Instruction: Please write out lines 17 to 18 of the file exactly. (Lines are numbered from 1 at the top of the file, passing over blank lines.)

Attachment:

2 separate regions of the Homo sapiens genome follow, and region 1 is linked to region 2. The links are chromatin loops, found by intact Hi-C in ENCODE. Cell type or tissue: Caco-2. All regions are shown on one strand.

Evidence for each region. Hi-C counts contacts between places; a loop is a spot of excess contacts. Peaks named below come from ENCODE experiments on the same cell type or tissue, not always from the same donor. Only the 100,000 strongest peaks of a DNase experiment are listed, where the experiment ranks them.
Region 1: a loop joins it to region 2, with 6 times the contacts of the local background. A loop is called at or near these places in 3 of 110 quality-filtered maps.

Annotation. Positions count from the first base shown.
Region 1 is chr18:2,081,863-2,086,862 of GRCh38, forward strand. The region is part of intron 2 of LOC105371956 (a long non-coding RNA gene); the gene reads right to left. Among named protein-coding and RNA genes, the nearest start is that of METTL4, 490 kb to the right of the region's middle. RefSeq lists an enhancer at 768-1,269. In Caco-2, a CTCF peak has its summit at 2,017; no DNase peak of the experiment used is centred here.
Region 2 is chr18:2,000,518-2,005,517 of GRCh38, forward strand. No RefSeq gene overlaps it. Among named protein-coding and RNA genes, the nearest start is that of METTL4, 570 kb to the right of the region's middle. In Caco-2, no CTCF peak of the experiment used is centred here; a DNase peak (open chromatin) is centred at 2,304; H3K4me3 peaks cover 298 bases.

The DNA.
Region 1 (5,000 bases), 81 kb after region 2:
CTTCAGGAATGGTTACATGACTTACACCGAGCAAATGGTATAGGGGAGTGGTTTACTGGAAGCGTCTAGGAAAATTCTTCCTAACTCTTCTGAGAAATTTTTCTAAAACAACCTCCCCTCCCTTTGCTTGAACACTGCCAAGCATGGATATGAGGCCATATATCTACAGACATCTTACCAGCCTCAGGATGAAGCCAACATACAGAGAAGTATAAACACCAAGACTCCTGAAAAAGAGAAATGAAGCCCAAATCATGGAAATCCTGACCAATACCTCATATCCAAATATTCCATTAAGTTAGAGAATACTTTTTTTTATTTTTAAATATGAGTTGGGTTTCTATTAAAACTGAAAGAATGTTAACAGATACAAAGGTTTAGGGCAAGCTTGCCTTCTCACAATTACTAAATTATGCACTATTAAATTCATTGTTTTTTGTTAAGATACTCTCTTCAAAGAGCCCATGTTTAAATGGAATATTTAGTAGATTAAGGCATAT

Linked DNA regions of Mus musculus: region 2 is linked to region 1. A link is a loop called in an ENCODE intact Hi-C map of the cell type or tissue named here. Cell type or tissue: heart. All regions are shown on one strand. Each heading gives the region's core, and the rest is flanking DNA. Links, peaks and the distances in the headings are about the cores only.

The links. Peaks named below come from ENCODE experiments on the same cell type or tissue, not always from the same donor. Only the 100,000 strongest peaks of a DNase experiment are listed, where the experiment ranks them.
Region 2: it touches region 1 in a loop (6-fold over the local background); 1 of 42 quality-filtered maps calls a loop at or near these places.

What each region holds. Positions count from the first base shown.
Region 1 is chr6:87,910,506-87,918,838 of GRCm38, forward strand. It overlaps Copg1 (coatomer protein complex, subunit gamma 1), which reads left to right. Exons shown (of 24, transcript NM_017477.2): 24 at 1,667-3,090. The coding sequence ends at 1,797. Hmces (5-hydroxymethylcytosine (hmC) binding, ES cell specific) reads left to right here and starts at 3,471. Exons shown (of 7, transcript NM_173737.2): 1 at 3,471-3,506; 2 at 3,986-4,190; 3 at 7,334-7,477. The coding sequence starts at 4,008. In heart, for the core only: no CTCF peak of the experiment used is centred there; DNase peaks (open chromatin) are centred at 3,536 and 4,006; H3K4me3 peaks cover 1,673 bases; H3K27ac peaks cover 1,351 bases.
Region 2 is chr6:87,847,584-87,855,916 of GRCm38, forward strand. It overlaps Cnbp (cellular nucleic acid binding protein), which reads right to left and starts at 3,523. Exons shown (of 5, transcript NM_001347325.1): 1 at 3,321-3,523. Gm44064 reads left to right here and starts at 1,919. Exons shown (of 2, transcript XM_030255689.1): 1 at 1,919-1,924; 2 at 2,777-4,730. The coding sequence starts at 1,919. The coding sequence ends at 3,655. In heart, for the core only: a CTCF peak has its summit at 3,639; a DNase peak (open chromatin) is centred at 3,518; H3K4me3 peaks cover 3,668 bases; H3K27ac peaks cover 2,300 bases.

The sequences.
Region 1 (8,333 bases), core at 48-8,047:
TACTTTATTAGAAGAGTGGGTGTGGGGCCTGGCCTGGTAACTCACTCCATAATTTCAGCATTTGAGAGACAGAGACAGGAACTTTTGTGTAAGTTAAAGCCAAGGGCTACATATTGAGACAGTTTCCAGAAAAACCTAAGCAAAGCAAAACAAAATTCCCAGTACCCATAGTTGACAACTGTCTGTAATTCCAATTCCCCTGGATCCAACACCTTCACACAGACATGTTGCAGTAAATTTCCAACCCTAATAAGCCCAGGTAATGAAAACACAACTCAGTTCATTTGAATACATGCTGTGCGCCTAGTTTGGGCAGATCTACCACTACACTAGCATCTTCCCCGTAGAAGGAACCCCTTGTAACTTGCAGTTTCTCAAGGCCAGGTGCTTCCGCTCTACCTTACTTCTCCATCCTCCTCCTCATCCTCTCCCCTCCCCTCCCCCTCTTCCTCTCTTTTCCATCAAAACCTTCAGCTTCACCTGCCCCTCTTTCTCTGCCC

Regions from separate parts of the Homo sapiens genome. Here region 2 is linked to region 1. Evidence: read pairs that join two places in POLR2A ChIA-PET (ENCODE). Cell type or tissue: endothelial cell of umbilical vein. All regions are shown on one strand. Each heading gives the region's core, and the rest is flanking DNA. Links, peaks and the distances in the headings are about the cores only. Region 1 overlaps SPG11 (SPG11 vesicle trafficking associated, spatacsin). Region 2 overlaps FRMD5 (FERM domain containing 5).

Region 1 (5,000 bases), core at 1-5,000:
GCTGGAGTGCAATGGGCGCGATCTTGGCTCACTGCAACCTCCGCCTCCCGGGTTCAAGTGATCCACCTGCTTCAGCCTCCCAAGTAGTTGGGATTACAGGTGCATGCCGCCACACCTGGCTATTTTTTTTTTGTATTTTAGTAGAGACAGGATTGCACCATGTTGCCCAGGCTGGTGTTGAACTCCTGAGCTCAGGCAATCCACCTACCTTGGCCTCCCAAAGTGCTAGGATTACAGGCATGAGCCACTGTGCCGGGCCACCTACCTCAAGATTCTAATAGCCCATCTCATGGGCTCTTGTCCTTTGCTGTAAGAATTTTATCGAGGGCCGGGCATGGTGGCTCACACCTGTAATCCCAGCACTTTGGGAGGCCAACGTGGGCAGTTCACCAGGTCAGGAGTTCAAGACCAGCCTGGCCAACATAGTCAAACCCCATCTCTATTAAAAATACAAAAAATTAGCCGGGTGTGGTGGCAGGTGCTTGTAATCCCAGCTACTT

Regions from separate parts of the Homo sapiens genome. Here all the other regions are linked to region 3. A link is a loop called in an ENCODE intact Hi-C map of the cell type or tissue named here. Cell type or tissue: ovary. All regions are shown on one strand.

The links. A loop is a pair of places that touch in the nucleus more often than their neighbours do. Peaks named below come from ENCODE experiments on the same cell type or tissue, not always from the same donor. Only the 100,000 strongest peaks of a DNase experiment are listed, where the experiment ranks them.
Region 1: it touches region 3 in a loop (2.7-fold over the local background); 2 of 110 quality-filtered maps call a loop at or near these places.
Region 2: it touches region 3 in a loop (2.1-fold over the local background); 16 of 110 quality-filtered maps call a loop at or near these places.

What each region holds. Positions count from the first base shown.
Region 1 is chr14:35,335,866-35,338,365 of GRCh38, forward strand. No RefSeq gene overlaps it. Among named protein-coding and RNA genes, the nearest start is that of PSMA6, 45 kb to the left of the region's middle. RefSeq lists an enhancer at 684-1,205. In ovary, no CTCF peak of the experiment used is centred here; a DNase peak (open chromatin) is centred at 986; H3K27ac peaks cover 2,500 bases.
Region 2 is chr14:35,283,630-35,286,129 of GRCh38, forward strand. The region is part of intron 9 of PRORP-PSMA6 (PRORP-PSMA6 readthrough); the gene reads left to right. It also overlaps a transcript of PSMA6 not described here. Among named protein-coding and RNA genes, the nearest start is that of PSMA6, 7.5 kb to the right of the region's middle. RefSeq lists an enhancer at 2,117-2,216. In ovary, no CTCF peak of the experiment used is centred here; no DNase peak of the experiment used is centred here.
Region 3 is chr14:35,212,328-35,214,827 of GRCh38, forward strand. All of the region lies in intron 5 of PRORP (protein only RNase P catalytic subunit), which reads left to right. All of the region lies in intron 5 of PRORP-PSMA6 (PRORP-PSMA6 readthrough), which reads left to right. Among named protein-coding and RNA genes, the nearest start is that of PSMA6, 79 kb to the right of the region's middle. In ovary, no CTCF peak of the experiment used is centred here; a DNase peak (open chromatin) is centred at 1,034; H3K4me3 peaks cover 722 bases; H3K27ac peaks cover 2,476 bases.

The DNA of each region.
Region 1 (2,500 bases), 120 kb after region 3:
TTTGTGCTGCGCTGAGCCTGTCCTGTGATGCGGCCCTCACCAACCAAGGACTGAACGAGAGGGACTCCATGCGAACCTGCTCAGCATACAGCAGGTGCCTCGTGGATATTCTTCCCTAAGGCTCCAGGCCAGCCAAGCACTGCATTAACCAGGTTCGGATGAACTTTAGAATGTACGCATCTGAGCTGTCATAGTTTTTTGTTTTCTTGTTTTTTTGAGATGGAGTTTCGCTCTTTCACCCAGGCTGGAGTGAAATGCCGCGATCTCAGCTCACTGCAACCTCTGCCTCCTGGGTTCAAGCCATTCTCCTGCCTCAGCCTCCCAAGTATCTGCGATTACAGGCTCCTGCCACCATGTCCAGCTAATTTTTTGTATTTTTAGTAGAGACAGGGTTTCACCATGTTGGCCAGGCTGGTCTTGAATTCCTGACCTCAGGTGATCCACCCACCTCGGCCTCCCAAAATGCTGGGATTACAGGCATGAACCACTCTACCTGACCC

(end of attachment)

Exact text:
Region 1 (8,333 bases), core at 48-8,047:
TACTTTATTAGAAGAGTGGGTGTGGGGCCTGGCCTGGTAACTCACTCCATAATTTCAGCATTTGAGAGACAGAGACAGGAACTTTTGTGTAAGTTAAAGCCAAGGGCTACATATTGAGACAGTTTCCAGAAAAACCTAAGCAAAGCAAAACAAAATTCCCAGTACCCATAGTTGACAACTGTCTGTAATTCCAATTCCCCTGGATCCAACACCTTCACACAGACATGTTGCAGTAAATTTCCAACCCTAATAAGCCCAGGTAATGAAAACACAACTCAGTTCATTTGAATACATGCTGTGCGCCTAGTTTGGGCAGATCTACCACTACACTAGCATCTTCCCCGTAGAAGGAACCCCTTGTAACTTGCAGTTTCTCAAGGCCAGGTGCTTCCGCTCTACCTTACTTCTCCATCCTCCTCCTCATCCTCTCCCCTCCCCTCCCCCTCTTCCTCTCTTTTCCATCAAAACCTTCAGCTTCACCTGCCCCTCTTTCTCTGCCC